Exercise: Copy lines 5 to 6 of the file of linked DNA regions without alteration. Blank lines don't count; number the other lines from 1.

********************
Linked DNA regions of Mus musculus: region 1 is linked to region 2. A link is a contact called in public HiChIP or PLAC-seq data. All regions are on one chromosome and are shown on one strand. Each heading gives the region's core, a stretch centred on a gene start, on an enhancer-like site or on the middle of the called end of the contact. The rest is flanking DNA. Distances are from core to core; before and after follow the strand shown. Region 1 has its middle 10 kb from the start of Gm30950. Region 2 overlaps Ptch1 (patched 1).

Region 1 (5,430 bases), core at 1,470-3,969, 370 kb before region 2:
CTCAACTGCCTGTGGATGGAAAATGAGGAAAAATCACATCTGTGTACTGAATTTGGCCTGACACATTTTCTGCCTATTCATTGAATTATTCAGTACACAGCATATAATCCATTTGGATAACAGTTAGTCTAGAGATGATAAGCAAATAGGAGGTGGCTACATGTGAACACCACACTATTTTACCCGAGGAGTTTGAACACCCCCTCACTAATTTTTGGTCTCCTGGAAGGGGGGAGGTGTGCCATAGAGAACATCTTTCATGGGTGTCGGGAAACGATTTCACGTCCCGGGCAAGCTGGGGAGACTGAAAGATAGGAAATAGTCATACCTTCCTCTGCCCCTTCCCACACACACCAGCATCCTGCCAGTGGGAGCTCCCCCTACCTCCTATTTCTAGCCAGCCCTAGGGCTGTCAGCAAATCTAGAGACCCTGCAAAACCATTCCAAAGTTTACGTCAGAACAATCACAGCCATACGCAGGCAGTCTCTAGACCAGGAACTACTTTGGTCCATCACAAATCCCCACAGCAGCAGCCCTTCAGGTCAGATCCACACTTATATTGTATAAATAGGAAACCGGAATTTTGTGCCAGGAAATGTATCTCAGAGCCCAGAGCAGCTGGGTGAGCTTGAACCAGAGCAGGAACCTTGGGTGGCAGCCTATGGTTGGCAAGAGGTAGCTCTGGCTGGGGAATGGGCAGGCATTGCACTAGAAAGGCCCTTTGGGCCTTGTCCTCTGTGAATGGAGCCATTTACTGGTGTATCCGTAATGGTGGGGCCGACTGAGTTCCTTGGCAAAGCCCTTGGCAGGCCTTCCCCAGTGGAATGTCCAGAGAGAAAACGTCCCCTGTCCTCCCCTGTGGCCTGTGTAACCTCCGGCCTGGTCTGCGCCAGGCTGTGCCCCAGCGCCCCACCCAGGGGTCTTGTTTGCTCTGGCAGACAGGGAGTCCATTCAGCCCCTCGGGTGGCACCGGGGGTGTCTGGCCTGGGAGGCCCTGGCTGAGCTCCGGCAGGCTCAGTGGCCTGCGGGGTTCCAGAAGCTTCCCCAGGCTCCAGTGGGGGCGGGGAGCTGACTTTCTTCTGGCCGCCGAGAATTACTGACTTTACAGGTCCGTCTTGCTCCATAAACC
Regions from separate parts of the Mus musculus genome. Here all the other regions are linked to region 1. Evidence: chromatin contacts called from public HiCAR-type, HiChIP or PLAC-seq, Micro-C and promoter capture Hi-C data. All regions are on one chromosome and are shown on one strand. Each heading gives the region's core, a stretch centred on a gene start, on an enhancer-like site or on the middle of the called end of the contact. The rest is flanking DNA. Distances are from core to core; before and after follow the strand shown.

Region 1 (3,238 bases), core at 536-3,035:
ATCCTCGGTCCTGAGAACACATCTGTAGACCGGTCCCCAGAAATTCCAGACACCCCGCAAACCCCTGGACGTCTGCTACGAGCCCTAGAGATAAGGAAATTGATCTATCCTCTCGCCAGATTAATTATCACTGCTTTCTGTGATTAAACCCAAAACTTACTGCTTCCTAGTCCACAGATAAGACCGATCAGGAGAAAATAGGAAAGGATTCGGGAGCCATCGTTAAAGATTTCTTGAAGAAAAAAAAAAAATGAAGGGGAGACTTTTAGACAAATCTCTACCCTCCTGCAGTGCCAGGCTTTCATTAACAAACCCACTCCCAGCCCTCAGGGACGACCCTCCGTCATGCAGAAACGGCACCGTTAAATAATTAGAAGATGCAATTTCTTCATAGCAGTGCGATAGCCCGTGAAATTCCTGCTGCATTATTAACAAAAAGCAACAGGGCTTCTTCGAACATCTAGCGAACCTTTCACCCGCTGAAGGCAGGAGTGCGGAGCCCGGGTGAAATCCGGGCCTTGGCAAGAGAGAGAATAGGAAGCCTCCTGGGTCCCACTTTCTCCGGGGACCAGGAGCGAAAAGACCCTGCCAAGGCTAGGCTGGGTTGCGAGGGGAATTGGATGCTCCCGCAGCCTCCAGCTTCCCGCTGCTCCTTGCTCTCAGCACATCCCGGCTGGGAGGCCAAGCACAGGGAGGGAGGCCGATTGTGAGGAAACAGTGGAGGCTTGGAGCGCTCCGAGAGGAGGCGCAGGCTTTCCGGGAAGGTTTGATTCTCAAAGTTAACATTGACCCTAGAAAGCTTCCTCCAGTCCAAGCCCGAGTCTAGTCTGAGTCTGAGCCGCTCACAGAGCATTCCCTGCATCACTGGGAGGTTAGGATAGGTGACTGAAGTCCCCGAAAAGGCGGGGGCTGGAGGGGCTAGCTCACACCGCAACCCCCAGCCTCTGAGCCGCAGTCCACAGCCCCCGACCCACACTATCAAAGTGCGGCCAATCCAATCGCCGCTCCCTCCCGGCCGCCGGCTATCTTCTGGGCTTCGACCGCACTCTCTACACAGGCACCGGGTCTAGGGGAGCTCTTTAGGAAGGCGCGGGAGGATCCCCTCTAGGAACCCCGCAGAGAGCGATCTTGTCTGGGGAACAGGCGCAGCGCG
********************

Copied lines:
Region 1 (3,238 bases), core at 536-3,035:
ATCCTCGGTCCTGAGAACACATCTGTAGACCGGTCCCCAGAAATTCCAGACACCCCGCAAACCCCTGGACGTCTGCTACGAGCCCTAGAGATAAGGAAATTGATCTATCCTCTCGCCAGATTAATTATCACTGCTTTCTGTGATTAAACCCAAAACTTACTGCTTCCTAGTCCACAGATAAGACCGATCAGGAGAAAATAGGAAAGGATTCGGGAGCCATCGTTAAAGATTTCTTGAAGAAAAAAAAAAAATGAAGGGGAGACTTTTAGACAAATCTCTACCCTCCTGCAGTGCCAGGCTTTCATTAACAAACCCACTCCCAGCCCTCAGGGACGACCCTCCGTCATGCAGAAACGGCACCGTTAAATAATTAGAAGATGCAATTTCTTCATAGCAGTGCGATAGCCCGTGAAATTCCTGCTGCATTATTAACAAAAAGCAACAGGGCTTCTTCGAACATCTAGCGAACCTTTCACCCGCTGAAGGCAGGAGTGCGGAGCCCGGGTGAAATCCGGGCCTTGGCAAGAGAGAGAATAGGAAGCCTCCTGGGTCCCACTTTCTCCGGGGACCAGGAGCGAAAAGACCCTGCCAAGGCTAGGCTGGGTTGCGAGGGGAATTGGATGCTCCCGCAGCCTCCAGCTTCCCGCTGCTCCTTGCTCTCAGCACATCCCGGCTGGGAGGCCAAGCACAGGGAGGGAGGCCGATTGTGAGGAAACAGTGGAGGCTTGGAGCGCTCCGAGAGGAGGCGCAGGCTTTCCGGGAAGGTTTGATTCTCAAAGTTAACATTGACCCTAGAAAGCTTCCTCCAGTCCAAGCCCGAGTCTAGTCTGAGTCTGAGCCGCTCACAGAGCATTCCCTGCATCACTGGGAGGTTAGGATAGGTGACTGAAGTCCCCGAAAAGGCGGGGGCTGGAGGGGCTAGCTCACACCGCAACCCCCAGCCTCTGAGCCGCAGTCCACAGCCCCCGACCCACACTATCAAAGTGCGGCCAATCCAATCGCCGCTCCCTCCCGGCCGCCGGCTATCTTCTGGGCTTCGACCGCACTCTCTACACAGGCACCGGGTCTAGGGGAGCTCTTTAGGAAGGCGCGGGAGGATCCCCTCTAGGAACCCCGCAGAGAGCGATCTTGTCTGGGGAACAGGCGCAGCGCG